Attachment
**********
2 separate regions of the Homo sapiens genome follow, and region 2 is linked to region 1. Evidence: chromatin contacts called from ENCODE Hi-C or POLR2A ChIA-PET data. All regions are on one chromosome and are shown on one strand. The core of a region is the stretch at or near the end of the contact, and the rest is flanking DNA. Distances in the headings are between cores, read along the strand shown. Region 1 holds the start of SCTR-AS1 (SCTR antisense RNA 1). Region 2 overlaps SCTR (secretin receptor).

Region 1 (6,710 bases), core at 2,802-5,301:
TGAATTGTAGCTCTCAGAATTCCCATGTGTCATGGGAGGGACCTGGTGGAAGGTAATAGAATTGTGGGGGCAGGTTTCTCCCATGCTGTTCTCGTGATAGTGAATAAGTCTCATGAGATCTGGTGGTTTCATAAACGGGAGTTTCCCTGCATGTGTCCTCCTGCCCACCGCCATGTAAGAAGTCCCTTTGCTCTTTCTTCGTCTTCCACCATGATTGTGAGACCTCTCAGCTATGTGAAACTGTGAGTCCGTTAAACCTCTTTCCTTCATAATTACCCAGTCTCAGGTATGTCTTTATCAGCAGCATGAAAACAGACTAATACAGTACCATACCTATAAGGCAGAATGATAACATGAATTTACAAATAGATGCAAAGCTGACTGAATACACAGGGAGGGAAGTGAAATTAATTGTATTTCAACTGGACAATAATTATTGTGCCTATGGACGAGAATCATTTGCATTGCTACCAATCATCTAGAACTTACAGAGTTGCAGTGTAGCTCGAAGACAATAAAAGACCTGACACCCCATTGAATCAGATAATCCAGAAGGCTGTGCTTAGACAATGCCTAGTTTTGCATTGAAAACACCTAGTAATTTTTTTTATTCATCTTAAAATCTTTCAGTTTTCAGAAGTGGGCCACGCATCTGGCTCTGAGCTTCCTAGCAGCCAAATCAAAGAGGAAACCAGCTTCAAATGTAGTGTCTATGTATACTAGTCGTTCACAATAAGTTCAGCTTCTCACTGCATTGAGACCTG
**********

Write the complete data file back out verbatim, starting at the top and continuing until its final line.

2 separate regions of the Homo sapiens genome follow, and region 2 is linked to region 1. Evidence: chromatin contacts called from ENCODE Hi-C or POLR2A ChIA-PET data. All regions are on one chromosome and are shown on one strand. The core of a region is the stretch at or near the end of the contact, and the rest is flanking DNA. Distances in the headings are between cores, read along the strand shown. Region 1 holds the start of SCTR-AS1 (SCTR antisense RNA 1). Region 2 overlaps SCTR (secretin receptor).

Region 1 (6,710 bases), core at 2,802-5,301:
TGAATTGTAGCTCTCAGAATTCCCATGTGTCATGGGAGGGACCTGGTGGAAGGTAATAGAATTGTGGGGGCAGGTTTCTCCCATGCTGTTCTCGTGATAGTGAATAAGTCTCATGAGATCTGGTGGTTTCATAAACGGGAGTTTCCCTGCATGTGTCCTCCTGCCCACCGCCATGTAAGAAGTCCCTTTGCTCTTTCTTCGTCTTCCACCATGATTGTGAGACCTCTCAGCTATGTGAAACTGTGAGTCCGTTAAACCTCTTTCCTTCATAATTACCCAGTCTCAGGTATGTCTTTATCAGCAGCATGAAAACAGACTAATACAGTACCATACCTATAAGGCAGAATGATAACATGAATTTACAAATAGATGCAAAGCTGACTGAATACACAGGGAGGGAAGTGAAATTAATTGTATTTCAACTGGACAATAATTATTGTGCCTATGGACGAGAATCATTTGCATTGCTACCAATCATCTAGAACTTACAGAGTTGCAGTGTAGCTCGAAGACAATAAAAGACCTGACACCCCATTGAATCAGATAATCCAGAAGGCTGTGCTTAGACAATGCCTAGTTTTGCATTGAAAACACCTAGTAATTTTTTTTATTCATCTTAAAATCTTTCAGTTTTCAGAAGTGGGCCACGCATCTGGCTCTGAGCTTCCTAGCAGCCAAATCAAAGAGGAAACCAGCTTCAAATGTAGTGTCTATGTATACTAGTCGTTCACAATAAGTTCAGCTTCTCACTGCATTGAGACCTG